A top Chinese official yesterday declared his country's four-month-long campaign to ensure food and product safety a complete success. If only the problems of life were really like that - you see a problem, you fix it, and it stays fixed from then onward.
That Chinese official, named Pu Changcheng, is vice minister of the General Administration for Quality Supervision, Inspection and Quarantine, and we wish he had consulted Upton Sinclair's seminal novel, The Jungle, or at least looked at the title page. The Jungle described the horrible ways food was adulterated in the Chicago meat-packing plants, and although Sinclair was aiming at building a workers' paradise much the way the Chinese Communist Party has been trying to do for 59 years, what he inspired instead was the Meat Inspection Act and the Pure Food and Drug Act.
The novel was published in February 1906 and the FDA was established by Congress later that same year. American food today is much better than it was then - but to describe the government's food safety effort as a "complete success" would be laughable.
Food-borne illnesses afflict about 76 million Americans each year, killing 5,000 of them, according to the Centers for Disease Control and Prevention. Has China managed to accomplish in four months what the U.S. is still struggling with after 102 years? We doubt it.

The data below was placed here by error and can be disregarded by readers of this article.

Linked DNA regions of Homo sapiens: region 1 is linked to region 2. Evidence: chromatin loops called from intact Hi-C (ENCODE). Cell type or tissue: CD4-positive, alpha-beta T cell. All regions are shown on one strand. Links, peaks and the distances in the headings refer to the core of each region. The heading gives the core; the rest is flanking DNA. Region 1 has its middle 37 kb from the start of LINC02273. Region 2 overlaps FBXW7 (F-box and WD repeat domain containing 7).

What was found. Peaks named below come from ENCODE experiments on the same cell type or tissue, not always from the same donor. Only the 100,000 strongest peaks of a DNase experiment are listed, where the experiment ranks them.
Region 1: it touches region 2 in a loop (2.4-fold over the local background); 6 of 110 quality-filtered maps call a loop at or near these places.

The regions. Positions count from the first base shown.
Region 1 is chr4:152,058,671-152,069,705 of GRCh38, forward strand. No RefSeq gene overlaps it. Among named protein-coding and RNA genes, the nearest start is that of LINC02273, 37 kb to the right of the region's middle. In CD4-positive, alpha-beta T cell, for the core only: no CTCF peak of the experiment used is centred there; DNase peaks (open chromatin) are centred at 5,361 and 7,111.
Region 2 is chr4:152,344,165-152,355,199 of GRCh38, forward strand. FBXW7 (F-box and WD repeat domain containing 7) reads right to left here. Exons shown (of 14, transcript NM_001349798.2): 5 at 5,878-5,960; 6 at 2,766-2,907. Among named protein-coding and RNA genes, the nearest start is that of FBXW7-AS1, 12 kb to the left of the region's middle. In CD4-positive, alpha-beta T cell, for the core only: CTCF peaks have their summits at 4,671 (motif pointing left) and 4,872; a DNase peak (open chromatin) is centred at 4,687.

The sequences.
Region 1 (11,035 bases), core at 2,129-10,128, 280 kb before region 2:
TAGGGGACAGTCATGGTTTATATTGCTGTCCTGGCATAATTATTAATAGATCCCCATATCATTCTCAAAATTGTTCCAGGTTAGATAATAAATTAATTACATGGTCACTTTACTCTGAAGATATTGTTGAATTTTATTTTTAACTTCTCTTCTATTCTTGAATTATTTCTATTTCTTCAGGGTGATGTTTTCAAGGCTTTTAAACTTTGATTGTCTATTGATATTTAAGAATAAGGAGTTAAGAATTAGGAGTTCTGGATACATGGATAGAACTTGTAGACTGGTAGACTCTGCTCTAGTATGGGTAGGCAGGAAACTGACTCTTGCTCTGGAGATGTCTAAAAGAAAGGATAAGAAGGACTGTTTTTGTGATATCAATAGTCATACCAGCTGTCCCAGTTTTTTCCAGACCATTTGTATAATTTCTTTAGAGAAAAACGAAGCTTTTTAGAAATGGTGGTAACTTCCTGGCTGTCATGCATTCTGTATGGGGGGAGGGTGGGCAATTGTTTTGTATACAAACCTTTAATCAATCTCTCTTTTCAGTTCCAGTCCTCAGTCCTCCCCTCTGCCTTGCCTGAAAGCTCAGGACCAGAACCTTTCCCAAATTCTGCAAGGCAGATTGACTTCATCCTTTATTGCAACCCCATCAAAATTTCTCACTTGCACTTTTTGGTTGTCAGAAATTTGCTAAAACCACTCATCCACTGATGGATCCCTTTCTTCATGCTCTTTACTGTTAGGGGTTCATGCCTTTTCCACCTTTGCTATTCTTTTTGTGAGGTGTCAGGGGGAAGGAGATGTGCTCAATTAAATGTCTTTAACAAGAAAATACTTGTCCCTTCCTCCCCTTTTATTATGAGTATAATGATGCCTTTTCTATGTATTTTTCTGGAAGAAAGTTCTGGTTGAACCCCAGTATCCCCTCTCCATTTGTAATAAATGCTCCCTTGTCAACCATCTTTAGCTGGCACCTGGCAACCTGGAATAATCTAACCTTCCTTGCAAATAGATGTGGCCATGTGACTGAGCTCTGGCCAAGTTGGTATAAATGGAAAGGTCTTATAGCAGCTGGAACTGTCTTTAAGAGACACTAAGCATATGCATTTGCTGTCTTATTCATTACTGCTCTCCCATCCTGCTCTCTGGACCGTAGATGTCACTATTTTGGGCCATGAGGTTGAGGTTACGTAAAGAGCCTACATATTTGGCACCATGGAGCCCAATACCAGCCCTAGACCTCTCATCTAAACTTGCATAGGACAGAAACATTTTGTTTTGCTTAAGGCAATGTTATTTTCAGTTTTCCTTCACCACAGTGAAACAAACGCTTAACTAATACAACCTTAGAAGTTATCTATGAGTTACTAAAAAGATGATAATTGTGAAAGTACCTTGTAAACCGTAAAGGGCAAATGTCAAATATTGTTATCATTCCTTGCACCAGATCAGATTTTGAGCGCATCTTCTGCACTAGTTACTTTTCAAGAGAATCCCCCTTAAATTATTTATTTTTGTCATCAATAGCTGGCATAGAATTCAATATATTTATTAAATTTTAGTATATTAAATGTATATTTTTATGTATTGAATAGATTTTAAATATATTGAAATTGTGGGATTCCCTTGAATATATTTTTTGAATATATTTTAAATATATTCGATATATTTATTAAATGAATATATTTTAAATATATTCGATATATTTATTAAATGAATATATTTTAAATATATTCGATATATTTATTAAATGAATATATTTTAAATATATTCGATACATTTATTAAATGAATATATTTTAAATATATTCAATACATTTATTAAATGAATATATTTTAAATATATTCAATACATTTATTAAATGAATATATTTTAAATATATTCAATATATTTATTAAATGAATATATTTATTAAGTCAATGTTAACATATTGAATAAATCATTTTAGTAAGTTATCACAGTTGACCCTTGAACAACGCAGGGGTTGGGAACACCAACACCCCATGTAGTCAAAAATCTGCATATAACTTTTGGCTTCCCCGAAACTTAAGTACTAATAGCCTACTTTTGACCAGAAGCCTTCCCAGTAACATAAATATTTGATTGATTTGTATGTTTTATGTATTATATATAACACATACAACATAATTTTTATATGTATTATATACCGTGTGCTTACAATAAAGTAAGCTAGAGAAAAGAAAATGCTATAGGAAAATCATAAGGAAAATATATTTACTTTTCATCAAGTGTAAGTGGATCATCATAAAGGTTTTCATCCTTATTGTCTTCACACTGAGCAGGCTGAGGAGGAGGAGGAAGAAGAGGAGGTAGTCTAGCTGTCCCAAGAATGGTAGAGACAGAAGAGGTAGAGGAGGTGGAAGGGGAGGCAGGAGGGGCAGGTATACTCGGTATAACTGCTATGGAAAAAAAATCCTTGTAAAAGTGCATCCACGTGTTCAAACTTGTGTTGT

Beijing launched its crash program in August after a series of embarrassing revelations about exports of poisonous pet food and toothpaste, lead-painted toys and exploding tires. In China itself, there have been cases of fake milk powder and egg yolks laced with industrial carcinogens.
With the Olympics coming up this summer, the government ordered a crackdown on domestic suppliers who, in a society not really attuned to the rule of law, had easily found their way around regulations. Yesterday, Mr. Pu said the export licenses of 600 toymakers had been yanked, and that the government has successfully curbed the use of "nonfood materials" and "recycled food."
That's good to hear, if not exactly reassuring. Mr. Pu also tempered his boasting a bit with the acknowledgment that the thousands of small food producers in China remain difficult to regulate. Still, his pronouncement carried with it a distinct aroma of self-congratulation. The new attention to quality is good, no doubt about it. But the evident satisfaction with a job well done is not. The job is never done.